Now, how does this involve my writing in any way? That’s where we’re headed. To those of you who know nothing about tabletop games, let me start by explaining the most basic concept of them: you get together with friends to engage in a collaborative, largely improvisational storytelling experience. Everyone in the group but one adopts a single character they will portray through the adventure. The person not playing a single character is known by many names in the genre, but Game Master (GM), Dungon Master (DM), and Storyteller (ST) are some of the more common ones. We’ll go with GM for the rest of this post which is, for the most part, system agnostic.

The individual in the GM’s seat is in control of guiding the story. They come up with the adventures to send the players on, and they are in control of the world. It rains when they say it rains. Monsters come onto the stage when the GM calls for them. Things like that. I am, at this point, a reasonable experienced GM, and I tend to be the one running stories for my groups. We have a good time together, but it is a lot of work. Not just because I have to learn the game system and do things like make maps for combat, but because I have to, on the fly, be able to get into characters’ heads and play everyone else in the world who isn’t a player character.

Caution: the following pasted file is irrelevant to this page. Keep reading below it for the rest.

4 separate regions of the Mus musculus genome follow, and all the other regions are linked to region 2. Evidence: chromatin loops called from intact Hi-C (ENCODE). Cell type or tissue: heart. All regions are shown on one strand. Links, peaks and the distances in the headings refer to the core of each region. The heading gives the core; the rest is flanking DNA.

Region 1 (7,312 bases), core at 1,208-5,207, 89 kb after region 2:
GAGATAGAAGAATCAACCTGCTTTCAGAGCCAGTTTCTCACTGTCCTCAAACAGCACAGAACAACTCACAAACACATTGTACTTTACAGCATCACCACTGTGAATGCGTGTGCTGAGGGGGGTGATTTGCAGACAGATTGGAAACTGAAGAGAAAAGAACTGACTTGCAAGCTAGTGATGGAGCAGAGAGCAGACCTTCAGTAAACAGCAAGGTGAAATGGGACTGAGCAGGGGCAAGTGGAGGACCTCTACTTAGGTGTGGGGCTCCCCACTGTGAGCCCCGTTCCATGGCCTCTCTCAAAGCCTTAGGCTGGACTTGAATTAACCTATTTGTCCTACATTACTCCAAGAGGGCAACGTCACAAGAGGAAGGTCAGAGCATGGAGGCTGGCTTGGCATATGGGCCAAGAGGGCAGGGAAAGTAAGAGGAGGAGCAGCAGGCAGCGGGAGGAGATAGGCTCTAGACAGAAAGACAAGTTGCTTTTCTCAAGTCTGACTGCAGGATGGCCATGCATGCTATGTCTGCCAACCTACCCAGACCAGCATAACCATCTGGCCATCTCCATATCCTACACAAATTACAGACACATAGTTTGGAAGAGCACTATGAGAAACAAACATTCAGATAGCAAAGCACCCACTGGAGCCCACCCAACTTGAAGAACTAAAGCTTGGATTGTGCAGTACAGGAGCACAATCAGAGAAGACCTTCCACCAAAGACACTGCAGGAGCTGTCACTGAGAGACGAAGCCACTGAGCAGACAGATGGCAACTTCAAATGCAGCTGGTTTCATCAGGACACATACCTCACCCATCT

This means, in order for me to be able to be good at what I do, I need to understand a few key things you’ve heard me talk about a lot on this blog: story structure, character development, and narrative. And I need to be able to adjust, modify, or delete entire segments of my plan on the fly depending on what my players do.